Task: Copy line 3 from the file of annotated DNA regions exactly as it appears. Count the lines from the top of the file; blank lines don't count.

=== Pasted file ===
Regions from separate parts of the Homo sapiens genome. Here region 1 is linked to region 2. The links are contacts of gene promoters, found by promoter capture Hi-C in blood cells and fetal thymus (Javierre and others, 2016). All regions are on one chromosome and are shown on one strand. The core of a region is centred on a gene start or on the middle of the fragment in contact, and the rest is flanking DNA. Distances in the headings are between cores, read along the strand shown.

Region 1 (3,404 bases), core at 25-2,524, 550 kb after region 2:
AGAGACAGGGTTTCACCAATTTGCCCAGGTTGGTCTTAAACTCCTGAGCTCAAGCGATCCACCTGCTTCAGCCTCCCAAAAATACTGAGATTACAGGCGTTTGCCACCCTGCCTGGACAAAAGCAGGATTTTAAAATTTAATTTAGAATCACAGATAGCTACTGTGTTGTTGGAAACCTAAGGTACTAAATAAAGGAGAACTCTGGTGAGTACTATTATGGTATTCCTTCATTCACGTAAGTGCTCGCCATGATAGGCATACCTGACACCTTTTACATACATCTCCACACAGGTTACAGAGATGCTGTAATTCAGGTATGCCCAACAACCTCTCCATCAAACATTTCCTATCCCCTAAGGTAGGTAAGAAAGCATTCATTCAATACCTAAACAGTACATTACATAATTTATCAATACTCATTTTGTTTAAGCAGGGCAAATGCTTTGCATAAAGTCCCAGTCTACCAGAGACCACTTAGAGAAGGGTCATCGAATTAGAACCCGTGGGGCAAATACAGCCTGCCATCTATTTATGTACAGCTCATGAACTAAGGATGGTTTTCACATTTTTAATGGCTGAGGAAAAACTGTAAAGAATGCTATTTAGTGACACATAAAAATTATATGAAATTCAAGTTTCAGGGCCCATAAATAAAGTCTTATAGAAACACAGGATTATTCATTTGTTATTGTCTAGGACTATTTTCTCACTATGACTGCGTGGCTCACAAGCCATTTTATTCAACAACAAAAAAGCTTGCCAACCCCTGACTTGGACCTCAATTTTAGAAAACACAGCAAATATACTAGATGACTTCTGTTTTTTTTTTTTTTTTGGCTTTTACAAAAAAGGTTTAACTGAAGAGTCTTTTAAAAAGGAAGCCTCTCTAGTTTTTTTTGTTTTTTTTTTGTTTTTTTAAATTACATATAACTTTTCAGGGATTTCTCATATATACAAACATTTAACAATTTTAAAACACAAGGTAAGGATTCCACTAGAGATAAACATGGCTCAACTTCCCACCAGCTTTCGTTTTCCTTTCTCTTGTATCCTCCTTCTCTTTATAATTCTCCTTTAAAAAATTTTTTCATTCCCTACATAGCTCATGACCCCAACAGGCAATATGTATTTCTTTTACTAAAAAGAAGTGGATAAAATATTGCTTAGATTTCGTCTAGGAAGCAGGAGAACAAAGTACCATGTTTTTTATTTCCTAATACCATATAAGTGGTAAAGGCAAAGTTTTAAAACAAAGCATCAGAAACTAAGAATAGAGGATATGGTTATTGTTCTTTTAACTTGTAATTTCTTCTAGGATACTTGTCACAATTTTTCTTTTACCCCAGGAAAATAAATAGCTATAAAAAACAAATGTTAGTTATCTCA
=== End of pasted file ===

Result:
AGAGACAGGGTTTCACCAATTTGCCCAGGTTGGTCTTAAACTCCTGAGCTCAAGCGATCCACCTGCTTCAGCCTCCCAAAAATACTGAGATTACAGGCGTTTGCCACCCTGCCTGGACAAAAGCAGGATTTTAAAATTTAATTTAGAATCACAGATAGCTACTGTGTTGTTGGAAACCTAAGGTACTAAATAAAGGAGAACTCTGGTGAGTACTATTATGGTATTCCTTCATTCACGTAAGTGCTCGCCATGATAGGCATACCTGACACCTTTTACATACATCTCCACACAGGTTACAGAGATGCTGTAATTCAGGTATGCCCAACAACCTCTCCATCAAACATTTCCTATCCCCTAAGGTAGGTAAGAAAGCATTCATTCAATACCTAAACAGTACATTACATAATTTATCAATACTCATTTTGTTTAAGCAGGGCAAATGCTTTGCATAAAGTCCCAGTCTACCAGAGACCACTTAGAGAAGGGTCATCGAATTAGAACCCGTGGGGCAAATACAGCCTGCCATCTATTTATGTACAGCTCATGAACTAAGGATGGTTTTCACATTTTTAATGGCTGAGGAAAAACTGTAAAGAATGCTATTTAGTGACACATAAAAATTATATGAAATTCAAGTTTCAGGGCCCATAAATAAAGTCTTATAGAAACACAGGATTATTCATTTGTTATTGTCTAGGACTATTTTCTCACTATGACTGCGTGGCTCACAAGCCATTTTATTCAACAACAAAAAAGCTTGCCAACCCCTGACTTGGACCTCAATTTTAGAAAACACAGCAAATATACTAGATGACTTCTGTTTTTTTTTTTTTTTTGGCTTTTACAAAAAAGGTTTAACTGAAGAGTCTTTTAAAAAGGAAGCCTCTCTAGTTTTTTTTGTTTTTTTTTTGTTTTTTTAAATTACATATAACTTTTCAGGGATTTCTCATATATACAAACATTTAACAATTTTAAAACACAAGGTAAGGATTCCACTAGAGATAAACATGGCTCAACTTCCCACCAGCTTTCGTTTTCCTTTCTCTTGTATCCTCCTTCTCTTTATAATTCTCCTTTAAAAAATTTTTTCATTCCCTACATAGCTCATGACCCCAACAGGCAATATGTATTTCTTTTACTAAAAAGAAGTGGATAAAATATTGCTTAGATTTCGTCTAGGAAGCAGGAGAACAAAGTACCATGTTTTTTATTTCCTAATACCATATAAGTGGTAAAGGCAAAGTTTTAAAACAAAGCATCAGAAACTAAGAATAGAGGATATGGTTATTGTTCTTTTAACTTGTAATTTCTTCTAGGATACTTGTCACAATTTTTCTTTTACCCCAGGAAAATAAATAGCTATAAAAAACAAATGTTAGTTATCTCA